John Kemp’s latest column takes a shot at bullish oil analysts for shifting their focus from spot prices to forward prices to the spread between the two, and back again.
“The focus seems to be (arbitrarily) shifting depending on which market segment is more consistent with a basically bullish story…” he writes. The time spread is a function of the spot and the forward markets – so which of those two is driving the market momentum?
The answer, apparently, 10 or 15 years ago would have been that spot prices drove the forward markets. But in recent years it is the forward markets – dominated, incidentally, by hedge funds and swaps dealers – that are the cart pulling the horse.
That’s quite strong stuff, given the current debate over speculation in energy commodities.
On FT Energy Source:
- Refinery slowdown, China edition
- Saudi Arabia struggling with gas needs
- Electric vehicle excitement keeps trying
- EPA regulation delays leave bigger question
- More investors interested climate change
- Finishing touches on Mexico’s new oil contract rules
- Yukos and methane leak in Energy headlines
- More on US climate bill as early as today
- Saudi Arabia loses count, drills too many wells in Ghawar
- Who can afford Areva’s high-end reactors?
- Geopolitics spurs deepwater oil search
- ‘Range anxiety’ over electric vehicles often unfounded
- Avatar and oil sands
- Oil prices and recession: is a double dip coming?
- How clean is underground coal gasification?
- How to make high speed rail fail
- Desalination companies as an energy play
- Will solar prices fall to grid parity?
By Izabella Kaminska
Vienna-based energy consultants JBC Energy have turned our attention to an interesting story on Friday.
According to Reuters, Chinese refineries will be scaling back crude runs by a sizeable 5.6 per cent in March.
As the wire reported on Thursday:
BEIJING, March 4 (Reuters) – China’s top refineries will cut crude runs this month by 5.6 percent from record rates in February as plants take turnarounds to trim swelling stocks.
Twelve major plants accounting for more than a third of China’s total crude run capacity, most of them on the eastern and southern coast, plan to process 2.175 million barrels per day (bpd) crude in March, 161,000 bpd less than February, a Reuters poll showed.
Oil firms were anxiously waiting for a strong uptick in fuel demand after a lull since late January through February as cold winter weather and Lunar New Year holiday slowed industrial activities and construction works.
The cut in runs was put down to swelling product stocks.
This would suggest refinery runs, which are supported by state guaranteed margins in China, have now surpassed domestic needs, according to JBC Energy.
Saudi Arabia, the world’s biggest oil producer and the only one with significant spare capacity, is having trouble meeting its own needs for natural gas – much of which come from the oil industry itself.
Saudi Aramco predicts natural gas demand will double from 2007 levels of about 2.7tcf by 2030, and the state utility wants to add another 2,500MW this year, and 12,043MW by 2015.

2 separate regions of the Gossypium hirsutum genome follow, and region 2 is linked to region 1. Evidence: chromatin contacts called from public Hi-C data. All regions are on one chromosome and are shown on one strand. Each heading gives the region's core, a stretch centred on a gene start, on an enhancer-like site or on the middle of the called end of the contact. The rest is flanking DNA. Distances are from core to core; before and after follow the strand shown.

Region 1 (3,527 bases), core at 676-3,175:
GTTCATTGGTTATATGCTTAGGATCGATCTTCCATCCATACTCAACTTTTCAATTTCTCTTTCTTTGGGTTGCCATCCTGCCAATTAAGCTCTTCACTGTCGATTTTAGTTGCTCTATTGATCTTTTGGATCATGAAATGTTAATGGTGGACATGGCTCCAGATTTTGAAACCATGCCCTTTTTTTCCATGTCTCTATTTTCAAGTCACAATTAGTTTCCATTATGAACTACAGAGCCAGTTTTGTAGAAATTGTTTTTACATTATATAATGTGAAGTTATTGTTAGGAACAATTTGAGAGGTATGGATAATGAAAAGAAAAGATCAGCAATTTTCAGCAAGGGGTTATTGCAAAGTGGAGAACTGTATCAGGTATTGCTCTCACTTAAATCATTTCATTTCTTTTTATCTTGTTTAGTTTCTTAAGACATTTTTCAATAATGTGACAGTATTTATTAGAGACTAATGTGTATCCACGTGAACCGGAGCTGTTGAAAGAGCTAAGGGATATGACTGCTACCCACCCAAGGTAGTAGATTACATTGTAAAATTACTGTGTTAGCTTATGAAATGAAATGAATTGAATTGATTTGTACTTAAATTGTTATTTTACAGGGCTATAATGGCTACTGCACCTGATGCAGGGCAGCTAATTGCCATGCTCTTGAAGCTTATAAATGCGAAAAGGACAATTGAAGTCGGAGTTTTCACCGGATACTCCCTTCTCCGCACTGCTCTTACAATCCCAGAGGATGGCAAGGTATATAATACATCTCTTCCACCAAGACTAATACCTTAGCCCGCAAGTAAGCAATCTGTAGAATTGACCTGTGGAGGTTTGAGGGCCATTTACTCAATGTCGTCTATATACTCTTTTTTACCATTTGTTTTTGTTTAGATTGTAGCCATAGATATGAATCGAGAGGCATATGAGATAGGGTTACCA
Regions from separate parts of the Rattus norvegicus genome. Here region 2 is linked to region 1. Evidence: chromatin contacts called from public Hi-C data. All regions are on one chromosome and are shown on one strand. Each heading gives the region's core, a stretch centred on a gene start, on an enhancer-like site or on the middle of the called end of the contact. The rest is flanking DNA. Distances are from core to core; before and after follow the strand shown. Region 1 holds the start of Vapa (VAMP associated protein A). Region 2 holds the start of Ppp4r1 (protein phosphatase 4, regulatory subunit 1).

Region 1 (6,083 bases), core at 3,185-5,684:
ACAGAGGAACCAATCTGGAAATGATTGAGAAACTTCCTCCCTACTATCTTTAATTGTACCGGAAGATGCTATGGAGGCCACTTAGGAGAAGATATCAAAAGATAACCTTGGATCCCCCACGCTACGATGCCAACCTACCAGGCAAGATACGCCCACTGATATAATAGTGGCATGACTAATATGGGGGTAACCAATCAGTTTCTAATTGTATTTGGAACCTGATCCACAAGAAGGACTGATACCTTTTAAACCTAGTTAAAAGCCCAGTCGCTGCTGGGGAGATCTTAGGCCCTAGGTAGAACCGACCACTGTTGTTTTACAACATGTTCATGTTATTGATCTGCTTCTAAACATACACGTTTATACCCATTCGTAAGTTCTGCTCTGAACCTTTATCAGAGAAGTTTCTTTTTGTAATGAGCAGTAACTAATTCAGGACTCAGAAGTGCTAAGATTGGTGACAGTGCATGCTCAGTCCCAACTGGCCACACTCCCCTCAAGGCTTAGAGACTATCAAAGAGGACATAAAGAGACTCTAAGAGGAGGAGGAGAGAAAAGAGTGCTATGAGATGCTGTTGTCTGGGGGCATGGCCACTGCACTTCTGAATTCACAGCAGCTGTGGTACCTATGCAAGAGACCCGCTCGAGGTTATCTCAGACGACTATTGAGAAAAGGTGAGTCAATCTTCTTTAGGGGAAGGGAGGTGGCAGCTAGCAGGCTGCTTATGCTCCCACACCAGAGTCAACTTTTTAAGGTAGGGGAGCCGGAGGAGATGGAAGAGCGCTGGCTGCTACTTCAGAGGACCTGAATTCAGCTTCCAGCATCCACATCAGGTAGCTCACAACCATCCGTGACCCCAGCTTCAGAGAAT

But some analysts believe it won’t be able to hit that mark, The National reports:
The plan faces a number of constraints, including shortages of fuel and manpower, and a lengthy contracting process, said Douglas Caskie, an expert in Gulf power at the international consultancy IPA Energy and Water Economics.
It seems that with each new auto industry show we hear more and more about electric vehicles. This week and next, it’s Geneva’s turn.
Nissan/Renault’s Carlos Ghosn re-iterated his goal for Nissan to lead in mass market EVs, saying that his competitors – most of whom are more conservative about the near-term outlook – will be caught by a scramble for the vehicles. From the FT:
“If I had to make a bet today, I’d say we’re going to be very quickly in short capacity for electric cars,” said Mr Ghosn. “From everything I’m seeing, in 2011 or 2012 we’re going to have to rush to build capacity for both batteries and cars.”
More intriguingly, German auto maker Daimler announced plans to work with China’s BYD – the Warren Buffett-backed company that recently began selling its E6 model electric vehicles in China and plans to sell vehicles to the US by the end of this year. Daimler last year bought 10 per cent of Californian high-performance EV maker Tesla, so the move wasn’t entirely out of the blue.
Several Congressmen moved on Thursday to delay the Environmental Protection Agency from regulating carbon emissions from stationary sources, such as power plants. Senator John D Rockefeller IV issued legislation to suspend such action for two years to give Congress a chance to pass its own regulations. Representatives Alan Mollohan, Nick Rahall II and Rick Boucher – all three Democracts – introduced a similiar measure in the House. All of the lawmakers represent coal-producing states.
Here is how Representative Boucher explained his move:
Following the decision by the US Supreme Court that greenhouse gases are a pollutant, the Environmental Protection Agency is now legally compelled to regulate greenhouse gases under the existing Clean Air Act. That law is not well suited for such action since it disables EPA from taking into account the unique needs of the coal industry and electric utilities that burn coal. EPA regulation of greenhouse gases would be the worst outcome for the col industry and coal related jobs.